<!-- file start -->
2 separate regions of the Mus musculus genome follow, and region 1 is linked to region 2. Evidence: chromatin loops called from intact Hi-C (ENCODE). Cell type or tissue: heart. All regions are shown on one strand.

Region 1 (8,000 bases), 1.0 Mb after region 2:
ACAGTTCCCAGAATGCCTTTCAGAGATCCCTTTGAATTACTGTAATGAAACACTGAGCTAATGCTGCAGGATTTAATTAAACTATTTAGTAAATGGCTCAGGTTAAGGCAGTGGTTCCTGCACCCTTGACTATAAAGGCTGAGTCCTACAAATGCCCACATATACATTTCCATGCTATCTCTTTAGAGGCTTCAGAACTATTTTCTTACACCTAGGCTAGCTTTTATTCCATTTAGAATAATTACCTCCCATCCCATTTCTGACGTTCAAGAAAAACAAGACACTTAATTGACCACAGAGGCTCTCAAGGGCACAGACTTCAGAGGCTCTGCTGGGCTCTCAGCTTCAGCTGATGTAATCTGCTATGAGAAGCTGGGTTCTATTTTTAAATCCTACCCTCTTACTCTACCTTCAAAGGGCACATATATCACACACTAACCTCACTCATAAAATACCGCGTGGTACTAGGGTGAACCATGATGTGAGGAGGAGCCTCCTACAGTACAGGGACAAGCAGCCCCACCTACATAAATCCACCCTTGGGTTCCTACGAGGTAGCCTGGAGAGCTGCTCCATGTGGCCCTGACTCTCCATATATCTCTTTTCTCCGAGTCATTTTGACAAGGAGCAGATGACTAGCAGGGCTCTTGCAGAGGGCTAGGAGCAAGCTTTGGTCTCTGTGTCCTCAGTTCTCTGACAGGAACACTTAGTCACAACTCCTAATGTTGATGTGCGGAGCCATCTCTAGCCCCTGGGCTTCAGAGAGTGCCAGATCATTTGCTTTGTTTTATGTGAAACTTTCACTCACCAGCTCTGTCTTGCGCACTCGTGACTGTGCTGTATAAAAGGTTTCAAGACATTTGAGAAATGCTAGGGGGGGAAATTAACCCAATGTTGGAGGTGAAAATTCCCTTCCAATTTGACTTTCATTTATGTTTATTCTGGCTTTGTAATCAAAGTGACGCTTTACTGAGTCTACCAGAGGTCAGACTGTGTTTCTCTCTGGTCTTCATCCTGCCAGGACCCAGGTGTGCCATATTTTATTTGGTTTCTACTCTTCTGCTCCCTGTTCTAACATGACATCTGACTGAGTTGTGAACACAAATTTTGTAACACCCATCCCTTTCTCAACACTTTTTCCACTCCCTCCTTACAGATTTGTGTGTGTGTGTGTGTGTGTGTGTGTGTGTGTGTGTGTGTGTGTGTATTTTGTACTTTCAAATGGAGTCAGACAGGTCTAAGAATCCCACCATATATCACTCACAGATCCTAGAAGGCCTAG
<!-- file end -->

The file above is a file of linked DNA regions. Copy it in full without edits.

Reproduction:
2 separate regions of the Mus musculus genome follow, and region 1 is linked to region 2. Evidence: chromatin loops called from intact Hi-C (ENCODE). Cell type or tissue: heart. All regions are shown on one strand.

Region 1 (8,000 bases), 1.0 Mb after region 2:
ACAGTTCCCAGAATGCCTTTCAGAGATCCCTTTGAATTACTGTAATGAAACACTGAGCTAATGCTGCAGGATTTAATTAAACTATTTAGTAAATGGCTCAGGTTAAGGCAGTGGTTCCTGCACCCTTGACTATAAAGGCTGAGTCCTACAAATGCCCACATATACATTTCCATGCTATCTCTTTAGAGGCTTCAGAACTATTTTCTTACACCTAGGCTAGCTTTTATTCCATTTAGAATAATTACCTCCCATCCCATTTCTGACGTTCAAGAAAAACAAGACACTTAATTGACCACAGAGGCTCTCAAGGGCACAGACTTCAGAGGCTCTGCTGGGCTCTCAGCTTCAGCTGATGTAATCTGCTATGAGAAGCTGGGTTCTATTTTTAAATCCTACCCTCTTACTCTACCTTCAAAGGGCACATATATCACACACTAACCTCACTCATAAAATACCGCGTGGTACTAGGGTGAACCATGATGTGAGGAGGAGCCTCCTACAGTACAGGGACAAGCAGCCCCACCTACATAAATCCACCCTTGGGTTCCTACGAGGTAGCCTGGAGAGCTGCTCCATGTGGCCCTGACTCTCCATATATCTCTTTTCTCCGAGTCATTTTGACAAGGAGCAGATGACTAGCAGGGCTCTTGCAGAGGGCTAGGAGCAAGCTTTGGTCTCTGTGTCCTCAGTTCTCTGACAGGAACACTTAGTCACAACTCCTAATGTTGATGTGCGGAGCCATCTCTAGCCCCTGGGCTTCAGAGAGTGCCAGATCATTTGCTTTGTTTTATGTGAAACTTTCACTCACCAGCTCTGTCTTGCGCACTCGTGACTGTGCTGTATAAAAGGTTTCAAGACATTTGAGAAATGCTAGGGGGGGAAATTAACCCAATGTTGGAGGTGAAAATTCCCTTCCAATTTGACTTTCATTTATGTTTATTCTGGCTTTGTAATCAAAGTGACGCTTTACTGAGTCTACCAGAGGTCAGACTGTGTTTCTCTCTGGTCTTCATCCTGCCAGGACCCAGGTGTGCCATATTTTATTTGGTTTCTACTCTTCTGCTCCCTGTTCTAACATGACATCTGACTGAGTTGTGAACACAAATTTTGTAACACCCATCCCTTTCTCAACACTTTTTCCACTCCCTCCTTACAGATTTGTGTGTGTGTGTGTGTGTGTGTGTGTGTGTGTGTGTGTGTGTGTGTATTTTGTACTTTCAAATGGAGTCAGACAGGTCTAAGAATCCCACCATATATCACTCACAGATCCTAGAAGGCCTAG